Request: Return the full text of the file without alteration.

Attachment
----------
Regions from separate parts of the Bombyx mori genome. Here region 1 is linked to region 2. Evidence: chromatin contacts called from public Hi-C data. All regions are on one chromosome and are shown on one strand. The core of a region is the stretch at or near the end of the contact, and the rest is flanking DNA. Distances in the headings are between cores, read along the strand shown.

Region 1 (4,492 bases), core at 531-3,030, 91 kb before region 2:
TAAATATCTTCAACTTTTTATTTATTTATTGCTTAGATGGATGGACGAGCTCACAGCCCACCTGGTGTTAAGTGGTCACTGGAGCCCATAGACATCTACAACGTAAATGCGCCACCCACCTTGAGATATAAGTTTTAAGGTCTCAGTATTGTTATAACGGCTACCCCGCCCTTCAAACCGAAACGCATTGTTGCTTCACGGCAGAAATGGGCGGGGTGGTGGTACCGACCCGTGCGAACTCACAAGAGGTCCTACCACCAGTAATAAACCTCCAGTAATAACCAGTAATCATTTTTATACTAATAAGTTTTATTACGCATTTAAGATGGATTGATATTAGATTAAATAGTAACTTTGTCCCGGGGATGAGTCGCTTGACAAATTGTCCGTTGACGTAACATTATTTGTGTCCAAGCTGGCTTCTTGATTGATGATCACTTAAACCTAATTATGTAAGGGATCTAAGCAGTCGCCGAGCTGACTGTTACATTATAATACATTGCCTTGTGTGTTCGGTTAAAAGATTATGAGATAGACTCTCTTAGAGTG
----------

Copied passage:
Regions from separate parts of the Bombyx mori genome. Here region 1 is linked to region 2. Evidence: chromatin contacts called from public Hi-C data. All regions are on one chromosome and are shown on one strand. The core of a region is the stretch at or near the end of the contact, and the rest is flanking DNA. Distances in the headings are between cores, read along the strand shown.

Region 1 (4,492 bases), core at 531-3,030, 91 kb before region 2:
TAAATATCTTCAACTTTTTATTTATTTATTGCTTAGATGGATGGACGAGCTCACAGCCCACCTGGTGTTAAGTGGTCACTGGAGCCCATAGACATCTACAACGTAAATGCGCCACCCACCTTGAGATATAAGTTTTAAGGTCTCAGTATTGTTATAACGGCTACCCCGCCCTTCAAACCGAAACGCATTGTTGCTTCACGGCAGAAATGGGCGGGGTGGTGGTACCGACCCGTGCGAACTCACAAGAGGTCCTACCACCAGTAATAAACCTCCAGTAATAACCAGTAATCATTTTTATACTAATAAGTTTTATTACGCATTTAAGATGGATTGATATTAGATTAAATAGTAACTTTGTCCCGGGGATGAGTCGCTTGACAAATTGTCCGTTGACGTAACATTATTTGTGTCCAAGCTGGCTTCTTGATTGATGATCACTTAAACCTAATTATGTAAGGGATCTAAGCAGTCGCCGAGCTGACTGTTACATTATAATACATTGCCTTGTGTGTTCGGTTAAAAGATTATGAGATAGACTCTCTTAGAGTG